Regardless of the life of your session cookie, a sign out button should be easy to find on every page of your application. Make it easy for users to destroy their session when they want to.
There are several cross site scripting (XSS) attacks aimed at stealing session cookies. Setting the cookie’s HttpOnly attribute prevents the cookie from being transmitted via scripts, greatly reducing the risk of XSS. The Rails provided session token sets this value by default. To accomplish this with your custom cookies:
Restrict The Domain
As is the case with most security choices - the more restrictive, the better. This is why whitelisting is typically preferred over blacklisting. For cookies, this means restricting the domain and path.
The “domain” attribute sets the cookie to only be sent to the specified domain or subdomain. If the attribute is not explicitly set, the default value is set to only allow the cookie to be sent to the origin server. If the application requires a broader set of permissions, it can be accomplished by specifying the domain attribute upon cookie creation.
Cookies with broad domain permissions are known as cross-subdomain cookies. The problem with broad domains is that it allows an attacker to compromise a single cookie and use it across different applications that belong to the same domain. A vulnerability in one application may automatically open a vulnerability in another application. A better approach might be:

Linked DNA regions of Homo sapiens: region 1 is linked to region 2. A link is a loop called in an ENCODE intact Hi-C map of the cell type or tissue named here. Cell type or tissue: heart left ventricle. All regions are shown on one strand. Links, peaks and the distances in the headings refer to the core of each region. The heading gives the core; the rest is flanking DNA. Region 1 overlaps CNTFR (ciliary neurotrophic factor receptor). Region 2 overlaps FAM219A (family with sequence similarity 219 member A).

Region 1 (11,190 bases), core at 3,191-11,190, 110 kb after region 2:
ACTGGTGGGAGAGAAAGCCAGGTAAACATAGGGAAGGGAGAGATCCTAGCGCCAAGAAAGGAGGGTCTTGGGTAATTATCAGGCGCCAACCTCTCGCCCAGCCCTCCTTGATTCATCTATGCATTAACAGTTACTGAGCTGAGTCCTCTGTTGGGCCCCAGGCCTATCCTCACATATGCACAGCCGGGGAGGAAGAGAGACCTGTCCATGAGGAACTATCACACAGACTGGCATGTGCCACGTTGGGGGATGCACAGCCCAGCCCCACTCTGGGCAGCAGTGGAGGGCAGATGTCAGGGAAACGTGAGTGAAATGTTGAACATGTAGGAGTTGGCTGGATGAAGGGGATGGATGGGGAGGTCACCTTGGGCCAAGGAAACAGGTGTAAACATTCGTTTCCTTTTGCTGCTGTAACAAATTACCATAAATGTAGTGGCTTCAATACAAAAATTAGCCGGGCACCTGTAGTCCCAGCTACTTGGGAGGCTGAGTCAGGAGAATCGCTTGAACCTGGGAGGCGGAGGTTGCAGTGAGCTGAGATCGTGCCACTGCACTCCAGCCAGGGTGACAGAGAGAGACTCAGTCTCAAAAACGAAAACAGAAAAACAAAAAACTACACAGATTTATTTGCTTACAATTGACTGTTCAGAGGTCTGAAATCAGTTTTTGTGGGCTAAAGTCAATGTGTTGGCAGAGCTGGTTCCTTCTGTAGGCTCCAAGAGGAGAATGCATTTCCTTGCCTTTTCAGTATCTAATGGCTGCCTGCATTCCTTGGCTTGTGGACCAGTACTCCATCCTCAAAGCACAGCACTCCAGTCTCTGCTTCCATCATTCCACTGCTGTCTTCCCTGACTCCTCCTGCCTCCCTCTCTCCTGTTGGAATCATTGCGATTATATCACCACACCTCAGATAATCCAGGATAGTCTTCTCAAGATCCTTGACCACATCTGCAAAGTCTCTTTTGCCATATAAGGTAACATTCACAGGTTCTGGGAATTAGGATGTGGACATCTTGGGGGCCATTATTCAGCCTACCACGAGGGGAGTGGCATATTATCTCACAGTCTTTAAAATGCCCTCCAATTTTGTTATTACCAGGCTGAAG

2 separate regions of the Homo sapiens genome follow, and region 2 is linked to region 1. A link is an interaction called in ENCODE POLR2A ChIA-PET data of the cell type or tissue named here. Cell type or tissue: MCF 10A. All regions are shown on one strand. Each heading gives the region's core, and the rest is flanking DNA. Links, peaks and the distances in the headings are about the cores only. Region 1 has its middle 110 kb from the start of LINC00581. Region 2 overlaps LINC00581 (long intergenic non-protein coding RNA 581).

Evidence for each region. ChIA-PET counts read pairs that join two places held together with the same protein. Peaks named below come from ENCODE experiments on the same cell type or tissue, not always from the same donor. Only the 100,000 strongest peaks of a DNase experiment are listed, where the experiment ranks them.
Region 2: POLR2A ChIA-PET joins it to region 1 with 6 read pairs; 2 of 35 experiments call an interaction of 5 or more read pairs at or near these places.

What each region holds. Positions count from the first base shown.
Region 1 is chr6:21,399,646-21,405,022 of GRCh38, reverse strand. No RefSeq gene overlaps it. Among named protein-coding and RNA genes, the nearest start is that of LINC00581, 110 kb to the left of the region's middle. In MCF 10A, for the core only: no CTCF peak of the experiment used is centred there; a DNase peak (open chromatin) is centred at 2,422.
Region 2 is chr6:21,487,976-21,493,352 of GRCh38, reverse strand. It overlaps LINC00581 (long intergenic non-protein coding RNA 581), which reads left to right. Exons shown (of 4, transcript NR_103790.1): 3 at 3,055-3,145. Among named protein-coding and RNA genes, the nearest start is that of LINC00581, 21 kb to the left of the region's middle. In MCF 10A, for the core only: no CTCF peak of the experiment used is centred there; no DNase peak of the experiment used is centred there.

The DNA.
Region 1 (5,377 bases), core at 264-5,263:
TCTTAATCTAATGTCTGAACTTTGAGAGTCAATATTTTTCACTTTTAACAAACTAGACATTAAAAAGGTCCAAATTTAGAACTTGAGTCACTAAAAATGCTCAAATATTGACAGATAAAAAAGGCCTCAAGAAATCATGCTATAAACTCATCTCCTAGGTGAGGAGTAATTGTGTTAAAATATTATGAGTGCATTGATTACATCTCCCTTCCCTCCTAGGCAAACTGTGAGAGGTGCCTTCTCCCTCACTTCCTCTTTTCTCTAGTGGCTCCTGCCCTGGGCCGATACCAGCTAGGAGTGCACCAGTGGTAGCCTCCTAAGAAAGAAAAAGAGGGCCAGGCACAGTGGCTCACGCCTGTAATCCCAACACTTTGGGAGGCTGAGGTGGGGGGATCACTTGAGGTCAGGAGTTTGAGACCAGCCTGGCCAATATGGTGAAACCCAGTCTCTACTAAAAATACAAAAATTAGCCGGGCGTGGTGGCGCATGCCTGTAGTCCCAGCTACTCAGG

The “path” attribute is similar to the “domain” attribute. It tells the browser to only send the cookie to the specified directory or subdirectory. Once again, a restrictive path is typically more secure.
There are a number of things that you can do to your cookies to make them more secure. Make sure the value within the cookie is completely unpredictable, transmit session cookies via SSL, make it easy to end sessions, set the HTTP attribute on the session cookie to true, and restrict the domain and path as much as possible. There is always more that can be done but these will get you started.
Cookies can be the source of many security vulnerabilities in a web application. Session hijacking is one of the most common problems caused by improper handling of these convenient functions of the Internet. Pay close attention to what you do with cookies and help make the Internet a safer place.